Strength Training and “At Risk” Students

We all know that a Strength Training and Conditioning program or class has great benefits for our athletes.  Most of us (fall or spring sport coaches) are deep into our off-season programs with our athletes during this time of the year.  The thing I have really begun to realize after teaching the course for a number (and I mean a NUMBER) of years is that it can really be a great class for any student and especially for “at-risk” or “problem” students who are not athletes.

Here are some reasons why:

1)  Most of the work is typically done in small groups – with normally 2-4 students in a group working together.  Studies have identified, and we probably all can cite anecdotal examples of the advantages of learning in small groups:

  • Students come to a more complete understanding by comparing themselves with others.
  • Having to explain to others encourages elaboration.
  • Students with better skills serve as models.
  • There is more opportunity to develop skills in communication (listening, responding, interacting) and interpersonal relations
  • Motivation comes from peers in addition to coming from the instructor.

I have noticed all of these things taking place in a high functioning Strength and Conditioning class.

2)  Peer tutoring

Peer tutoring has been defined as students from similar social groupings whom are not professional teachers that help each other to learn and, in fact, learn themselves by teaching.  This happens daily in good strength and conditioning classes.  Peer tutoring is beneficial to both the Tutor and the Tutee:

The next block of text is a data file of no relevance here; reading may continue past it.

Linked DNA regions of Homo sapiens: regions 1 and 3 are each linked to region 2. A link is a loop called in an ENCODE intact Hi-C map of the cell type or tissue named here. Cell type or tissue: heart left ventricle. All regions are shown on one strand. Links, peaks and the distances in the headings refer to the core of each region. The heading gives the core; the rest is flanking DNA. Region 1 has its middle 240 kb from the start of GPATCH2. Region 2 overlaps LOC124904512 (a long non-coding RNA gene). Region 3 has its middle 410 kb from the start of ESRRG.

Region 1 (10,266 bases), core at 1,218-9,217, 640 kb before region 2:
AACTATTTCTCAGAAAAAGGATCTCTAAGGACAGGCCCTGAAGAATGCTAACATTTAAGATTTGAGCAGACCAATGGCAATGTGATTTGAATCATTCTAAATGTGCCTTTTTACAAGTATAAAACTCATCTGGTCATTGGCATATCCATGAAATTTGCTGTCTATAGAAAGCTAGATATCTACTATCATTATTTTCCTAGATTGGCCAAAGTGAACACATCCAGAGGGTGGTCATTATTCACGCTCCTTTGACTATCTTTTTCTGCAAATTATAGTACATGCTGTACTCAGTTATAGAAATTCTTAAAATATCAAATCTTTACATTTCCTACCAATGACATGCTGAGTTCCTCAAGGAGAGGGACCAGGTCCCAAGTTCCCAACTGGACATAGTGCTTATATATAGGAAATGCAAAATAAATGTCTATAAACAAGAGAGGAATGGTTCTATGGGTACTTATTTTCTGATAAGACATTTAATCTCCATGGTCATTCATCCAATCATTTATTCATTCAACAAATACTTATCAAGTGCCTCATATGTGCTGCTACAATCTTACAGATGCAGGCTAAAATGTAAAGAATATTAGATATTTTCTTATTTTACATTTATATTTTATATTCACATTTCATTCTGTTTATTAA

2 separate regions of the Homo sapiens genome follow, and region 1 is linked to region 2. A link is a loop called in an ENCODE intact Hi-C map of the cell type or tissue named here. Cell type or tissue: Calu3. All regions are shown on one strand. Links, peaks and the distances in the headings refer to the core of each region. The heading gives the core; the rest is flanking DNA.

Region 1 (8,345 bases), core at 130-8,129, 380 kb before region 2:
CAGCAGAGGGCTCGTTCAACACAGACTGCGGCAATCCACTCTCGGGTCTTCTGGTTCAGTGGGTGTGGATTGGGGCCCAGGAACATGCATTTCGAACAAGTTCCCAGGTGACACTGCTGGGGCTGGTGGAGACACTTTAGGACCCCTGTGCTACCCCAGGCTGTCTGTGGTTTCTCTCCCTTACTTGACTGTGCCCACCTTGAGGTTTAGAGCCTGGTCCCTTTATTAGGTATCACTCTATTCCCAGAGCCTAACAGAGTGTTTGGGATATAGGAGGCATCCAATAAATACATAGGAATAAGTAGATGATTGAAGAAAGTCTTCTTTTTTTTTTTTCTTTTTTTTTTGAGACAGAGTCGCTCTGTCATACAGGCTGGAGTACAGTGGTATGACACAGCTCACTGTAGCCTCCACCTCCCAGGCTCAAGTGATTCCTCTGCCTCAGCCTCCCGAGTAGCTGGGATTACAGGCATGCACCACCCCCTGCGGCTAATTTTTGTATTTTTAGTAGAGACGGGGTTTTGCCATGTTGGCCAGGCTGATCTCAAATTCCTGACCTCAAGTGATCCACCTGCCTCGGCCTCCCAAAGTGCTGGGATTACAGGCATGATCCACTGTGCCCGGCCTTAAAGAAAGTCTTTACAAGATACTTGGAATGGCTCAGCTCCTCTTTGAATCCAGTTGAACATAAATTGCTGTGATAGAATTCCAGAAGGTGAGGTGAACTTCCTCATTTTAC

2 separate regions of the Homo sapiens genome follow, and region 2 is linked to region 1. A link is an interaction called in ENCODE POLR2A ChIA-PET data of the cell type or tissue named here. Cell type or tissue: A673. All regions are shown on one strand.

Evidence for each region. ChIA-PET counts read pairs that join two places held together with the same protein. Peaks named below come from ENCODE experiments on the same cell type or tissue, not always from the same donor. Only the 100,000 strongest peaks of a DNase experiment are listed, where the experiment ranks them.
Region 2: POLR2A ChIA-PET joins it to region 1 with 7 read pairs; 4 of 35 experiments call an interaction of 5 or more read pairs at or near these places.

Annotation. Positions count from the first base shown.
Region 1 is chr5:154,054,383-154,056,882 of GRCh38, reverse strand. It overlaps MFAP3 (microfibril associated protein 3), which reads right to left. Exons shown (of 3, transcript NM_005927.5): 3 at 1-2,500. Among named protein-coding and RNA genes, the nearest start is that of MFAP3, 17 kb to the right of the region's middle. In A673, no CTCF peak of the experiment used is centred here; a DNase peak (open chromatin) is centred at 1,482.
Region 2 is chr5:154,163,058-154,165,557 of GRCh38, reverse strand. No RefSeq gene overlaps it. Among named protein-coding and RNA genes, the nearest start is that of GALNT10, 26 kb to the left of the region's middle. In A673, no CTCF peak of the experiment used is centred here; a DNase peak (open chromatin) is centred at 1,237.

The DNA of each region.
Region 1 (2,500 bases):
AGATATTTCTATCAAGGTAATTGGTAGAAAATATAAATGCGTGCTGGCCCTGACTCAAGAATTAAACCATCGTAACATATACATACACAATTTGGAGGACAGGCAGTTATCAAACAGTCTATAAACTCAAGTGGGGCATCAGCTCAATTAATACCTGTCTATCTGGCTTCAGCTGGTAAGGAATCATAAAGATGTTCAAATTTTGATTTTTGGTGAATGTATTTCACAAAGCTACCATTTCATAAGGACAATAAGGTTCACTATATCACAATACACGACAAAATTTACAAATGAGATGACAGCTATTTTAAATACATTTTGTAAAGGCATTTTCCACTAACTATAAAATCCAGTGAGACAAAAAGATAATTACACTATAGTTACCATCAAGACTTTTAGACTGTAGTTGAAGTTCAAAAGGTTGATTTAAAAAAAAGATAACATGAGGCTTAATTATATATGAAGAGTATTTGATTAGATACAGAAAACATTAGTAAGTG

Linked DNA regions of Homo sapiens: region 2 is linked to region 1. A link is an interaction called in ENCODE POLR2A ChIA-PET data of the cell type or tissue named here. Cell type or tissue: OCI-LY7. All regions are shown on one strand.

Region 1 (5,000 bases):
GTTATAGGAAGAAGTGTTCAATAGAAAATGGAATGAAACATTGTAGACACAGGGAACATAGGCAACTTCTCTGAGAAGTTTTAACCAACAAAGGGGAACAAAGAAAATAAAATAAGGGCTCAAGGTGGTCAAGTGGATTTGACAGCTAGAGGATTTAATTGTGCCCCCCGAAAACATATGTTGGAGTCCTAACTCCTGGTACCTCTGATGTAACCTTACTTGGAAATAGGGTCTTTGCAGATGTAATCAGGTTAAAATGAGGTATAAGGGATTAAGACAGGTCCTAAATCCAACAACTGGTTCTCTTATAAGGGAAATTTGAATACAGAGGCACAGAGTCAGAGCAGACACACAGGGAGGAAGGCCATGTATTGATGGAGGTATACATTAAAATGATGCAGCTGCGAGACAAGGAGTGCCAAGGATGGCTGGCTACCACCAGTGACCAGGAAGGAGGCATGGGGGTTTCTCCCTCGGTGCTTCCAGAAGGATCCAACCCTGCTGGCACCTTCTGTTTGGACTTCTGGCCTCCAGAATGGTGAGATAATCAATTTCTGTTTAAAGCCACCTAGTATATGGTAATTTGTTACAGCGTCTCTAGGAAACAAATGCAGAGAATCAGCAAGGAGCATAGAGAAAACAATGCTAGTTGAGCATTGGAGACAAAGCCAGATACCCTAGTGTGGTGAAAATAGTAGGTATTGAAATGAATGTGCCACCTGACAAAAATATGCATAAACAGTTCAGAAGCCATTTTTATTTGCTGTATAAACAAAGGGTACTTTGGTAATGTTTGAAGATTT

• Tutoring helps students increase their own understanding of the subject matter as they teach students
  • Tutors can practice their communication skills with junior students
  • It allows tutors an opportunity to develop their own leadership skills


  • Tutees receive individualized instruction
  • Tutees receive more teaching
  • Tutees (may) respond better to their peers than to their teachers
  • Tutees can obtain companionship from the students that tutor them

3)  It is easy to catch someone “Doing Something Right

push pressI think this is the most significant reason that a Strength and Conditioning class can be every effective for “At Risk” students.  Lets say the students in class are doing a workout that consists of 3 sets of 8 repetitions on 3 different lifts.   During the course of that classroom session you as a teacher (or a peer tutor) has the opportunity to watch and catch them doing something correct as they attempt nearly 75 repetitions!  Almost any student will find a way to do at least 1 and probably several reps correctly… and that gives you, as an instructor, an opportunity to praise them and give them positive feedback… something many “At Risk” students seldom hear.

I see it nearly every day… a quick “that was awesome” or “great technique on that last rep” and their faces light up.

4) Students get a sense of accomplishment.

I have never had a student get weaker during the course of a Strength and Conditioning class…. most see significant gains.  These gains typically come weekly or even daily early on in a program, and are displayed prominently on their workout card (see post The Workout Card) as they “break” (see post Breaking – It’s a Good Thing).  Many students, even those that have never been involved or successful in athletics, can achieve some degree of success in Strength and Conditioning class.  With that success comes confidence.

Who takes the Strength and Conditioning classes at your school?  Are non-athletes encouraged, and are there sections open to non-athletes?  Do you as a teacher put the same type of effort into your non-athlete Strength and Conditioning classes?

Just asking….

I would love to hear comments or stories about your experience with At Risk students in a Strength and Conditioning class!

You Can Do More…. your brain is lying to you… Don’t Believe It! 

Jeff Floyd –

3 thoughts on “Strength Training and “At Risk” Students

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